Until recently, such a picture seemed very unlikely, although the gesture in question was seemingly required. Anyone hearing Gabbay expressing his uncensored opinion about the partner he inherited, with her demands, character and conduct, as well as her opinions about his smugness, imperiousness and impatience, found it hard to believe that the two would ultimately find themselves tethered together under a bridal canopy.

But what had to happen did happen: He yielded to the threat of her Hatnuah faction to secede from Zionist Union and run on an independent list or with some other prominent figure in the political arena – a move that would have shattered Labor, relegating it to the status of a party with single-digit seats in the Knesset. In conversations with MKs, Gabbay admitted that this would have been a doomsday scenario.

Livni was not keen on flitting between other parties as she’s done in the last four elections. In retrospect, with 20-20 vision, had Gabbay closed a deal with her immediately after becoming Labor chief, when polls gave him 23 or 24 Knesset seats, he could have had Livni at a bargain price. Now that he’s weak, with 10 fewer projected seats, he had to conduct lengthy and tough negotiations, with one arm tied behind his back.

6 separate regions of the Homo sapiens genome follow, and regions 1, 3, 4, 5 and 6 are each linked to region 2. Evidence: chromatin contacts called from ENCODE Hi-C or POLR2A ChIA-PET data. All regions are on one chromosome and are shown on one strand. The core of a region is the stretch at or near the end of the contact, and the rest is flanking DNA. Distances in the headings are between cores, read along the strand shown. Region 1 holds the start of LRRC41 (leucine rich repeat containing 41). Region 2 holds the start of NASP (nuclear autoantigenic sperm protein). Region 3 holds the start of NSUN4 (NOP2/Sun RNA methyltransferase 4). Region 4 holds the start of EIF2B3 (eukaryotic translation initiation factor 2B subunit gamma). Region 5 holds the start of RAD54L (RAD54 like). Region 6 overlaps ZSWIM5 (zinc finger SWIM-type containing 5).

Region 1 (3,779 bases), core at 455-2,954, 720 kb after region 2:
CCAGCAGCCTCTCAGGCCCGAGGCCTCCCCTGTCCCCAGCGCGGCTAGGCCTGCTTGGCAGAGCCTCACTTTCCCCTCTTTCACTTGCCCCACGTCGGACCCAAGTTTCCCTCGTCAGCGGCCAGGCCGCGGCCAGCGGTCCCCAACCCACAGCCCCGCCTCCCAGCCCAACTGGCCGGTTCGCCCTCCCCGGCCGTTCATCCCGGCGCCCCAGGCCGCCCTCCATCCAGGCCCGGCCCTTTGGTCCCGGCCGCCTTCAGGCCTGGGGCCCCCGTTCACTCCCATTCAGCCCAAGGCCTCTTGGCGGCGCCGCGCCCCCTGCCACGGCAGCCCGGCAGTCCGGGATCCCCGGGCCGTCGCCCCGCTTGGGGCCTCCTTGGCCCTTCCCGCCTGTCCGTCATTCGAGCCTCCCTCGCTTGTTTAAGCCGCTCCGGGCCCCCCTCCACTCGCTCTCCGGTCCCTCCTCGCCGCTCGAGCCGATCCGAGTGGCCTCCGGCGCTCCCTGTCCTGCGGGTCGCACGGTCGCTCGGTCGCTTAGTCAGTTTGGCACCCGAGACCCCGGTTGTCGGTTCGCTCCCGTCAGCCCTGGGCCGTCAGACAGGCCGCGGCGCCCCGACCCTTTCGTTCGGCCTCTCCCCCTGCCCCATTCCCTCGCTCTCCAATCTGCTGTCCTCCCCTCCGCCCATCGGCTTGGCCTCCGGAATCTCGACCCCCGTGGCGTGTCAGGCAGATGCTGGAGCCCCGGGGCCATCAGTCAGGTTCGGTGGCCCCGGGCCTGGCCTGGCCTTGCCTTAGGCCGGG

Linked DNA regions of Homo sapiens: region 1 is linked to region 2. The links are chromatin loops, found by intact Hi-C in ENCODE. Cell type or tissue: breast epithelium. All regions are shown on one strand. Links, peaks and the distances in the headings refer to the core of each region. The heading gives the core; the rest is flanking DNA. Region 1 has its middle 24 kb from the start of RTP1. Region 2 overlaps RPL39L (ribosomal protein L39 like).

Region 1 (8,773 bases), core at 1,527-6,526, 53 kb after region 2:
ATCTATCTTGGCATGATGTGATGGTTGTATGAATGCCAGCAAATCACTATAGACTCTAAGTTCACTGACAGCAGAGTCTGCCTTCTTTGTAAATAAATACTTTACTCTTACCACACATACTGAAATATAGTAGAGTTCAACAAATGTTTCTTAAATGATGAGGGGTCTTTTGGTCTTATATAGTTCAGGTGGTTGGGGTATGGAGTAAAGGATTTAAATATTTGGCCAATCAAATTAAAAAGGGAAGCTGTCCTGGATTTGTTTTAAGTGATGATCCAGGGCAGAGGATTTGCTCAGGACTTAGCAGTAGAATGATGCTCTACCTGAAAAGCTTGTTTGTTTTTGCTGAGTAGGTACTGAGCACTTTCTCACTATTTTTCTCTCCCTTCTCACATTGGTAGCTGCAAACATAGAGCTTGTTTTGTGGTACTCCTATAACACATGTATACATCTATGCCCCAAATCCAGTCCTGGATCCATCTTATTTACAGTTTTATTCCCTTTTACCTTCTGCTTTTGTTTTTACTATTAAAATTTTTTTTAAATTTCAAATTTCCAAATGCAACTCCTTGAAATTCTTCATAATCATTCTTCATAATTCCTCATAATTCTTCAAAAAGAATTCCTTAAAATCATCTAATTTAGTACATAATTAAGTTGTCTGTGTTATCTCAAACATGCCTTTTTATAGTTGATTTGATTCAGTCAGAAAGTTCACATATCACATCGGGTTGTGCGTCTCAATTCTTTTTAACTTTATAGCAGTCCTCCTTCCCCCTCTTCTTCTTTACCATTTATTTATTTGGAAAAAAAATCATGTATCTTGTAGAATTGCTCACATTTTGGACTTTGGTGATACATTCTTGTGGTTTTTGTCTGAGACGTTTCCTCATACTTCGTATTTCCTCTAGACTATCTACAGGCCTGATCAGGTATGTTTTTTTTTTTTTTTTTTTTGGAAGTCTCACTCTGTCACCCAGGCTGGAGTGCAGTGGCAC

This partnership is the result of necessity. There is no real trust and very little faith; no fondness, only bitterness and anger. A long year has passed since Gabbay was elected to lead Labor, a year of miscommunication, suspicions and mutual disregard. These residues will not disappear. They’ll crop up at an inconvenient moment, like during an election campaign when any argument or controversy that leaks out is blown out of proportion, making big headlines.

Livni exploited the threat of a future breakup, making sure she was backed by polls showing she could obtain seven or eight Knesset seats if she ran on her own. Gabbay lacked an appropriate response to her threat. And he had asked and received sole leadership, unlike the idyllic partnership Livni had with her comrade Isaac Herzog.

In exchange he granted her something he hadn’t planned on giving – six guaranteed slots in the first 25 candidates on their joint list, with Livni as No. 2, Yoel Hasson as No. 12, and their colleagues in 16th, 21st, 24th and 25th places. In practice, he was only giving her the first three, since the latter ones are theoretical, by current estimates, as he well knows. She knows it too, but what does she care?